12- Do you write your own material?
MAA: Yes, I do. The vast majority of it, in fact, for better or worse. Most of it I write by myself but there are also a few wonderful co-writes. Although it’s important to note that on the last album two of the four radio singles, all of which have had some modicum of chart success, were written entirely by friends (One Horse, by Heath Childs and Crazy About Me, by Mike Ethan Messick), which has never happened before. Hey, a good song is a good song. Also, 2014 was the year of the co-write for me. I wrote many songs with many other talented songwriters that will all be included on my next album (which is scheduled to start recording the day after my next mega Lotto win).
13-What inspires you to write a song?
MAA: Not trying to sound trite, but life. Every single aspect of it. The sound of my tires on the asphalt on a hot day when the radio is off and the windows are down, can (and has) led directly to a melody line. But not as poetically, so has the sound of a dryer. A gorgeous view. A witty quip by friends or family. A bolt of lyrical magic out of the clear blue. The news. My worldview. The world view of others. Never limit your sources of inspiration.
14-If you could record one song what would it be?
MAA: By someone else? Well, I’m dying to record Willis Alan Ramsey’s “Ballad of Spider John” and Guy Clark’s “Dublin Blues,” both of which I frequently play live, at acoustic shows.
15-When making your first album did you try to pattern it after any particular album you have heard and blend it with your own style?
MAA: For many years, in a lot of different studios, I recorded songs here and there, or pieces and parts for others, or even EPs and demos with former bands of my own back in the day, but my first full-length solo album was one helluva learning experience. I didn’t pattern it after anything, but I was going for a particular sound (think 70’s cosmic cowboy, Texas outlaw country type stuff) and I think we nailed it. It contains a few warts, as many first albums do, and isn’t exactly how I would record those songs now (sonically speaking, as well as arrangement wise), but overall I stand behind it 100%.
16-Is there one artist that you are a current fan of?
MAA: No, not one. A freaking ton of ‘em. There’s some bunk, cheesy junk infiltrating the Texas Country scene these days, but there are also some seriously-talented songwriters putting out some epic music on this scene. And no, I won’t give a public list of which ones are which. I will say if you were to buy the recent albums by Courtney Patton, Josh Grider, American Aquarium or Turnpike Troubadours, you would be doing yourself a favor.
17- Are you signed exclusively with anyone right now?
MAA: Not exclusively, no. I have been a friend and client of Dillon Steen’s, on the booking side of Steen Entertainment, for many years, and remain so to this day. These days, I am primarily associated with the chock-full of talent roster at Texas Tones Entertainment, owned by Candice Wagner. TTE also handles my radio promotions and my management. I am also a booking agent for other TTE bands.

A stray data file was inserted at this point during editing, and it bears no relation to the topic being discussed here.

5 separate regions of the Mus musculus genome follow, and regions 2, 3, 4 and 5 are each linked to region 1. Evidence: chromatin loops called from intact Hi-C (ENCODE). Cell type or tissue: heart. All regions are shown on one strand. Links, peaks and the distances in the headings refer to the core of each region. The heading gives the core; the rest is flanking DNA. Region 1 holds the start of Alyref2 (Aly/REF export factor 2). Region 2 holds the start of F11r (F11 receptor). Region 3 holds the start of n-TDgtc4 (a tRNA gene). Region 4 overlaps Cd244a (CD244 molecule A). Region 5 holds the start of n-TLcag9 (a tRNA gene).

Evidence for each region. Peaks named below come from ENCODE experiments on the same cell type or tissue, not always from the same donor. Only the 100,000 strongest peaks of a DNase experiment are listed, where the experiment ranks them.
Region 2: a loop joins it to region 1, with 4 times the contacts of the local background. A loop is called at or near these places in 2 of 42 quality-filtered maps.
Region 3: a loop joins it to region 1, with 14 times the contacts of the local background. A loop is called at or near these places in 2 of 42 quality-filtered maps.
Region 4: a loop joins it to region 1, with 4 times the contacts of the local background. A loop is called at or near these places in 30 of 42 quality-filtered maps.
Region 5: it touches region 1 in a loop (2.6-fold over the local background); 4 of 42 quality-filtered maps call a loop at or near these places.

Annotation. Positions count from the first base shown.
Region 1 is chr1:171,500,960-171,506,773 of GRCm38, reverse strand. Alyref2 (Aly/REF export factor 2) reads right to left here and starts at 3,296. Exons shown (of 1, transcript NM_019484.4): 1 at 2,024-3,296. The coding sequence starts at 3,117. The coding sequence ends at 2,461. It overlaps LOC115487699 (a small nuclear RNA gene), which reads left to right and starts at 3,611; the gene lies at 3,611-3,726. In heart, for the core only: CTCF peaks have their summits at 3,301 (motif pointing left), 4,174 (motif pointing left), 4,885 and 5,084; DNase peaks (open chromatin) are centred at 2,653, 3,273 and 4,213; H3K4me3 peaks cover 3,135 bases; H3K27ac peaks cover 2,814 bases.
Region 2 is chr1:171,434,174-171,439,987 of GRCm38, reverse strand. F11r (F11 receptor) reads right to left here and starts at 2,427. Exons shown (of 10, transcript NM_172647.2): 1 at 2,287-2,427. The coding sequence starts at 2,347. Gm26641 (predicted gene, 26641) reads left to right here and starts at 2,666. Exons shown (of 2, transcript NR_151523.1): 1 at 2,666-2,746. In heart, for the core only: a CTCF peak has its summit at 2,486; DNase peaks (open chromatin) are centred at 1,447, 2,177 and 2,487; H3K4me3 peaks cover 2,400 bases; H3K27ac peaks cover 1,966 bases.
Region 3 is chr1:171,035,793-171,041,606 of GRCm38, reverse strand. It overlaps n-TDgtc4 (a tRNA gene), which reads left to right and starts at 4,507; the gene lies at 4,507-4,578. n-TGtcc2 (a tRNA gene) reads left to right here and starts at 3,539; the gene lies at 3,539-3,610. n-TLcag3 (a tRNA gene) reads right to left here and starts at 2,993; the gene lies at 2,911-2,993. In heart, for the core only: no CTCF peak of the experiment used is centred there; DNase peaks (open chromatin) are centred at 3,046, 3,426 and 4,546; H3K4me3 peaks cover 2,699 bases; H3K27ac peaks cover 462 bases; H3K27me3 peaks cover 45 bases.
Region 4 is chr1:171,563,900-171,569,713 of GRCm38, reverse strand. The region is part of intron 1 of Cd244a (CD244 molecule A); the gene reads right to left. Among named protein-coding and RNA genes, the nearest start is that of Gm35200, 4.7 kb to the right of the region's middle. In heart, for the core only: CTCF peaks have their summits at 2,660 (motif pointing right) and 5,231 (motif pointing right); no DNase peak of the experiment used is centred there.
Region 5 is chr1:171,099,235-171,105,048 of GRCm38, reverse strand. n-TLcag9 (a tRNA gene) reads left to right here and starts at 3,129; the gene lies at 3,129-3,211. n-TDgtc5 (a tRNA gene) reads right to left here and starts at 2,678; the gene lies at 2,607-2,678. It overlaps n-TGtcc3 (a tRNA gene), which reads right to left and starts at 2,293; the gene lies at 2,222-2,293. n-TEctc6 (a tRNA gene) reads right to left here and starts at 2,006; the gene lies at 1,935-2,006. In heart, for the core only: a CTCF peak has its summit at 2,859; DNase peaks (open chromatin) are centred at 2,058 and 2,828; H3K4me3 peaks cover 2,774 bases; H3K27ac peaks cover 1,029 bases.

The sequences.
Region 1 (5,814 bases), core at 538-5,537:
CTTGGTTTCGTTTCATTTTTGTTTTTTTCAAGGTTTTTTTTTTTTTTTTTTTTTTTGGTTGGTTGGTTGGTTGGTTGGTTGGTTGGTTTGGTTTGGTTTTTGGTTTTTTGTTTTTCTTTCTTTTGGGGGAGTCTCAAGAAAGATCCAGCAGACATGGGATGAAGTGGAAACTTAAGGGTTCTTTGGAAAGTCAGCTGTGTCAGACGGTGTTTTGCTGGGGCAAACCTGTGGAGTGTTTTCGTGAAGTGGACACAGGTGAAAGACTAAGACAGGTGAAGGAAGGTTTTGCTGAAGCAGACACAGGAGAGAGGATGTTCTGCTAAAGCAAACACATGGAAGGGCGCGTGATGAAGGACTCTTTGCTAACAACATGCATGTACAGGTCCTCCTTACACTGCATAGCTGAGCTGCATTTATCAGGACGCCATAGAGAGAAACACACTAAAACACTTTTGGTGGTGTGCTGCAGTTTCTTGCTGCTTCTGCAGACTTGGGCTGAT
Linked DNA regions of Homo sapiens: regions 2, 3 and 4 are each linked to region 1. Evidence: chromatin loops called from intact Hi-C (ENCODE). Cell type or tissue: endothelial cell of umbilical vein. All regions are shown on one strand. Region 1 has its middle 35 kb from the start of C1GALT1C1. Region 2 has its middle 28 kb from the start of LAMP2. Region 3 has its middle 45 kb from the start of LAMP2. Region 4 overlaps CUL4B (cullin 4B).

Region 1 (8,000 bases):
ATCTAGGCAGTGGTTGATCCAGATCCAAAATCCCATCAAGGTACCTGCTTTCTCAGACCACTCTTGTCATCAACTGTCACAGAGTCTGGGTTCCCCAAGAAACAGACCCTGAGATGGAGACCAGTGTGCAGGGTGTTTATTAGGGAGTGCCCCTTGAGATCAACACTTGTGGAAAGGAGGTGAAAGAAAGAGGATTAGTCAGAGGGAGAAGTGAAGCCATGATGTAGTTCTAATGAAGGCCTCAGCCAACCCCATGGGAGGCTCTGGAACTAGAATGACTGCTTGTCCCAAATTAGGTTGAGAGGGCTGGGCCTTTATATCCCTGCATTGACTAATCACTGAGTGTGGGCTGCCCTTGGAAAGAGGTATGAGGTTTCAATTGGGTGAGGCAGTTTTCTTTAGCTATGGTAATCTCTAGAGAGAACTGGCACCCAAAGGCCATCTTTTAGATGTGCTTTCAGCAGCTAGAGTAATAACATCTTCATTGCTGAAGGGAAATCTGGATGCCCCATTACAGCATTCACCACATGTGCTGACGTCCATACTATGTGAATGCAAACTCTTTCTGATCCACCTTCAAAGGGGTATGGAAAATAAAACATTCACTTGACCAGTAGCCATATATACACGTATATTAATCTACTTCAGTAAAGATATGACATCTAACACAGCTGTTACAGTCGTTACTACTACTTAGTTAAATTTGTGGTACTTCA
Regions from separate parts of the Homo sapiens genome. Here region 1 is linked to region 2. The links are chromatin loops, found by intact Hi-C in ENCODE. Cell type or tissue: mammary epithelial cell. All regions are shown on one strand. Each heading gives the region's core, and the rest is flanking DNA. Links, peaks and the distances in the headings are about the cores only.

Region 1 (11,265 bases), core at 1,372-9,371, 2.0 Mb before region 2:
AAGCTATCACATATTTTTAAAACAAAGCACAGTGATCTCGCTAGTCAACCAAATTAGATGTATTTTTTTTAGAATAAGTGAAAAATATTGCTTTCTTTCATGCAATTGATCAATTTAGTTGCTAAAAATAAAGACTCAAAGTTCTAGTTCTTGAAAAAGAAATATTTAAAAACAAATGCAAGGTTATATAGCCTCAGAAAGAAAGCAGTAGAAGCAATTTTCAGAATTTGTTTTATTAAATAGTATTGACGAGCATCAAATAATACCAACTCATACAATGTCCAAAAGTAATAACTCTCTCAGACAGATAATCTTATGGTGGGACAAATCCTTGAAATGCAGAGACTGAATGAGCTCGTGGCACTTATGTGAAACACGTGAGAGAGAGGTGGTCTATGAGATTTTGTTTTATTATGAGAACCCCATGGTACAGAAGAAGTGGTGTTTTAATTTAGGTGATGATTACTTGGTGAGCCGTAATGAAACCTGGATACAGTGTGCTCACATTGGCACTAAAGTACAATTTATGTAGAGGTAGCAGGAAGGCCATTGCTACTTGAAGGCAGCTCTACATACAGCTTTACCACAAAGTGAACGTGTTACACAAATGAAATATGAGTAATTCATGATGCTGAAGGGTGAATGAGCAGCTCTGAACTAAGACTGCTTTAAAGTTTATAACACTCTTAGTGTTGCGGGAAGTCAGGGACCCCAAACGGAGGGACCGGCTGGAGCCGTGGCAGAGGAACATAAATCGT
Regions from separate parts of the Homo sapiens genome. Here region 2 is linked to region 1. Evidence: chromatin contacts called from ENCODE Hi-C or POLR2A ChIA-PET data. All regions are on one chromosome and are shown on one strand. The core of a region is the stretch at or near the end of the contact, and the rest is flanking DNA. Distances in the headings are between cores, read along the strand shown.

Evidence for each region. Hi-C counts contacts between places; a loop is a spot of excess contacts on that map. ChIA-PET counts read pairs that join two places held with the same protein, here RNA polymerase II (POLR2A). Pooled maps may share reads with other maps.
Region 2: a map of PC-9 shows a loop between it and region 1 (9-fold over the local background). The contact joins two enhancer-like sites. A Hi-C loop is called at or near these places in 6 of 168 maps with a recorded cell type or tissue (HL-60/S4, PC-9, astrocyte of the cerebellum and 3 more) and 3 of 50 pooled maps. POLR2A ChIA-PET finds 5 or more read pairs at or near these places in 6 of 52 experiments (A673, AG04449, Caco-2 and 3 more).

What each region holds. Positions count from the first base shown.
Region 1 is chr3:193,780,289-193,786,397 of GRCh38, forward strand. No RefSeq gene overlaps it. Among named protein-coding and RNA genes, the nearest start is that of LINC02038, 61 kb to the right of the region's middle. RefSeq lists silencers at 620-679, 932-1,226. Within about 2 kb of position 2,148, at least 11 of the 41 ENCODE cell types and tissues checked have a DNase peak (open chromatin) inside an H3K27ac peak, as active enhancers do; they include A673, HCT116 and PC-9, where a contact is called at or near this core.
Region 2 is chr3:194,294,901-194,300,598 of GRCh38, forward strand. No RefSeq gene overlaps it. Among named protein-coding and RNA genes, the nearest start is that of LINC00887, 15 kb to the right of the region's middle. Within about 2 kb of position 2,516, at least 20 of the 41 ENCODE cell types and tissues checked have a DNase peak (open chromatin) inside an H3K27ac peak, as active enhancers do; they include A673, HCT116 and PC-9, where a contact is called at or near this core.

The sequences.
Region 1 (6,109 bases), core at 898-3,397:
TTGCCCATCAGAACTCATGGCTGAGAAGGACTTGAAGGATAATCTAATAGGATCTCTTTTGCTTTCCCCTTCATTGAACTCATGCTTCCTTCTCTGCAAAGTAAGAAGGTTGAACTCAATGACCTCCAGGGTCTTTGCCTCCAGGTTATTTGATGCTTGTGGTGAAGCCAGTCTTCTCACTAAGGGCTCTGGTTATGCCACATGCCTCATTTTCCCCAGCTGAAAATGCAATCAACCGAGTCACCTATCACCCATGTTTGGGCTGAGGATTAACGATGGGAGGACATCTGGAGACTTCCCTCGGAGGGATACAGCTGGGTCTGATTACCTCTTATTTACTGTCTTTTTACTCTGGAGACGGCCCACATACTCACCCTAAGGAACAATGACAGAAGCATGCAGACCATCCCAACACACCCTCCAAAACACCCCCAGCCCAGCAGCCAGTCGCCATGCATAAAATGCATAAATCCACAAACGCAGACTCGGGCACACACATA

18-What would you say is the biggest highlight of your career thus far?
MAA: Man, I tell ya, I’m damn near embarrassed by all the highlights I can lay claim to. It’s blind luck, I’m sure. There are a ton of people way better than I am, who aren’t as lucky, but are even more deserving. I’m not stupid, nor ungrateful, and I’ve been at this long enough to know how fortunate I am to have had even a slice of what good I’ve stumbled into. From the amazing writers I got to hang with when I was getting my start, to opening for some of the biggest names in rock in the whole world, to getting compliments as a writer from people I don’t feel worthy to compare my work to, to sitting around in a room all night jamming with THE best guitarist on the planet, to playing sold out big venues, to being lucky enough that one of the best humans on earth, Walt Wilkins, calls me a friend, I am truly a blessed individual. Music and the people who make it, have been very good to me. The bad ones, (and there’s been no shortage of those) notwithstanding. 🙂
19-Where can fans go to find out more about you?
MAA: There’s the obligatory website, www.markallanatwood.com, plus I’m all over social media (again, for better or worse).
20-Where can fans purchase your music?
MAA: All the usual suspects (not one interview passes ever, without at least one Casablanca reference), like CD Baby, Amazon, iTunes, Rhapsody. But, if you want to really support Texas music and the people who make it, and those who support the people who make it the most, I suggest MyTexasMusic.com and LoneStarMusic.com
21-What is on the horizon for you?
MAA: I would LOVE to release two albums in 2015. I have a full live album with Brimstone in the can and enough tunes to get a new studio album out. Also, the new act, Atwood & Nunn, which my longtime bassist and friend Matt Nunn and I started at the end of 2014, is really taking off and I am looking forward to big things in that format in the very near and long-term future.
Folks. let me tell ya’ll this man has talent that should be mentioned in the same sentence as Walt Wilkins, Guy Clark, Kris Kristofferson. Ya’ll get out and catch Atwood/Nunn or Atwood solo, and I guarantee you will be hooked. — Will McPherson